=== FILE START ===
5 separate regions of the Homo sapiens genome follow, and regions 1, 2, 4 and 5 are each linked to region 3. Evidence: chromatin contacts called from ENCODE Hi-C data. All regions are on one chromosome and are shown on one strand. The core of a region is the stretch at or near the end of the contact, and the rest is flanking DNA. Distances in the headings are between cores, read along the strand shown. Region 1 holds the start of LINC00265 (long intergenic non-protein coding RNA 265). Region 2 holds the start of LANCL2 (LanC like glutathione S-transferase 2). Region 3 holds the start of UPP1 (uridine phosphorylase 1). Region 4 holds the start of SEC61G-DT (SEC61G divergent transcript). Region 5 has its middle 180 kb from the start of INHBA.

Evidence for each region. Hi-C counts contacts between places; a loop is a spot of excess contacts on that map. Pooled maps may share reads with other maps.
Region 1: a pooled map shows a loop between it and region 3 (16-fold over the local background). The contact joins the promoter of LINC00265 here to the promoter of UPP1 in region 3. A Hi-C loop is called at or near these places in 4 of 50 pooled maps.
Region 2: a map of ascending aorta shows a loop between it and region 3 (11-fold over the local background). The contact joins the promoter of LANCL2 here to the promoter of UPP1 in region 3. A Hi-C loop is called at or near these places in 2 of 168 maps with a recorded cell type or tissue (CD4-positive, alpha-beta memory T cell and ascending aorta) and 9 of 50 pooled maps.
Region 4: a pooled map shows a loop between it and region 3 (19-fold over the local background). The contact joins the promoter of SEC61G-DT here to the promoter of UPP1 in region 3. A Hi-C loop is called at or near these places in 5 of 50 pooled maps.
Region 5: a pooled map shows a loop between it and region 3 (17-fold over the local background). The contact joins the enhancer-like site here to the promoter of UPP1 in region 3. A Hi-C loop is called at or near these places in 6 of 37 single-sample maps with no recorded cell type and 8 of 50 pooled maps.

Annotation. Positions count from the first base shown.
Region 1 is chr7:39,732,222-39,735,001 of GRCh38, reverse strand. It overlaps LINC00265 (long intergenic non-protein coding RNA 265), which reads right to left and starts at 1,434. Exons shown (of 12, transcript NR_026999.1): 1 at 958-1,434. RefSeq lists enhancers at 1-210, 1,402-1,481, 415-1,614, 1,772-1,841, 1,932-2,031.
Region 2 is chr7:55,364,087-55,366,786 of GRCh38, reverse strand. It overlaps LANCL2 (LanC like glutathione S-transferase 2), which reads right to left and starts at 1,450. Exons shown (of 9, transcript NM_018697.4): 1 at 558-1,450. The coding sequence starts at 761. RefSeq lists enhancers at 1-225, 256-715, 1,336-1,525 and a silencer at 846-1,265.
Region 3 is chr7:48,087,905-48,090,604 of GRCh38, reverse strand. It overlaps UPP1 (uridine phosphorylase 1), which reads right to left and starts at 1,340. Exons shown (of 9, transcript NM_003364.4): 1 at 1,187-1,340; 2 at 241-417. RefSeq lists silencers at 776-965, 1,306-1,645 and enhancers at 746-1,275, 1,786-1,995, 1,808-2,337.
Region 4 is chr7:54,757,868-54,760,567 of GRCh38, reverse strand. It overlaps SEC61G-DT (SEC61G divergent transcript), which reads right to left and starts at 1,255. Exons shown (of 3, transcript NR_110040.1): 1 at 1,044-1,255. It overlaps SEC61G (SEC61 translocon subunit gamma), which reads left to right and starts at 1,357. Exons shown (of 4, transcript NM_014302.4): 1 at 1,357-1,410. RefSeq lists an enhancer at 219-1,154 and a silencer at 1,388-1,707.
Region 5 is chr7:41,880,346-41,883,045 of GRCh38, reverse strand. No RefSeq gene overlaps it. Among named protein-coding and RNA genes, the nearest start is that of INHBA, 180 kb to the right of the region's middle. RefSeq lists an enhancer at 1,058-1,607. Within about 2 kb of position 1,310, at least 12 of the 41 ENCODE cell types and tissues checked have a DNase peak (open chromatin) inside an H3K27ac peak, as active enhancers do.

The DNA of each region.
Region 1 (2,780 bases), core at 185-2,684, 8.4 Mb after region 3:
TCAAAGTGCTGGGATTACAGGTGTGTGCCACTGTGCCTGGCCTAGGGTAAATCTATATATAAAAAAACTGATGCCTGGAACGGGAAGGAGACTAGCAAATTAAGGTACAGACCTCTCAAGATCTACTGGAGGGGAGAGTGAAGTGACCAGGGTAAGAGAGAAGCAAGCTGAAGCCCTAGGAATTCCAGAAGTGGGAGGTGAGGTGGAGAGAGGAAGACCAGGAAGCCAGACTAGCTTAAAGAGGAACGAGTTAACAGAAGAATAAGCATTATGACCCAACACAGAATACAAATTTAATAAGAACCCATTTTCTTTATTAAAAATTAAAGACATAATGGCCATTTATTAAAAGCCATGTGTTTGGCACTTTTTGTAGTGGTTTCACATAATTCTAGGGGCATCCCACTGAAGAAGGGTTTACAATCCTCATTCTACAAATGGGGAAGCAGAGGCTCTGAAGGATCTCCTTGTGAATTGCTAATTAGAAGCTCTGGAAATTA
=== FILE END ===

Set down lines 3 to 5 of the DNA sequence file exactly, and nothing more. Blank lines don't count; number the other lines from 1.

Region 1: a pooled map shows a loop between it and region 3 (16-fold over the local background). The contact joins the promoter of LINC00265 here to the promoter of UPP1 in region 3. A Hi-C loop is called at or near these places in 4 of 50 pooled maps.
Region 2: a map of ascending aorta shows a loop between it and region 3 (11-fold over the local background). The contact joins the promoter of LANCL2 here to the promoter of UPP1 in region 3. A Hi-C loop is called at or near these places in 2 of 168 maps with a recorded cell type or tissue (CD4-positive, alpha-beta memory T cell and ascending aorta) and 9 of 50 pooled maps.
Region 4: a pooled map shows a loop between it and region 3 (19-fold over the local background). The contact joins the promoter of SEC61G-DT here to the promoter of UPP1 in region 3. A Hi-C loop is called at or near these places in 5 of 50 pooled maps.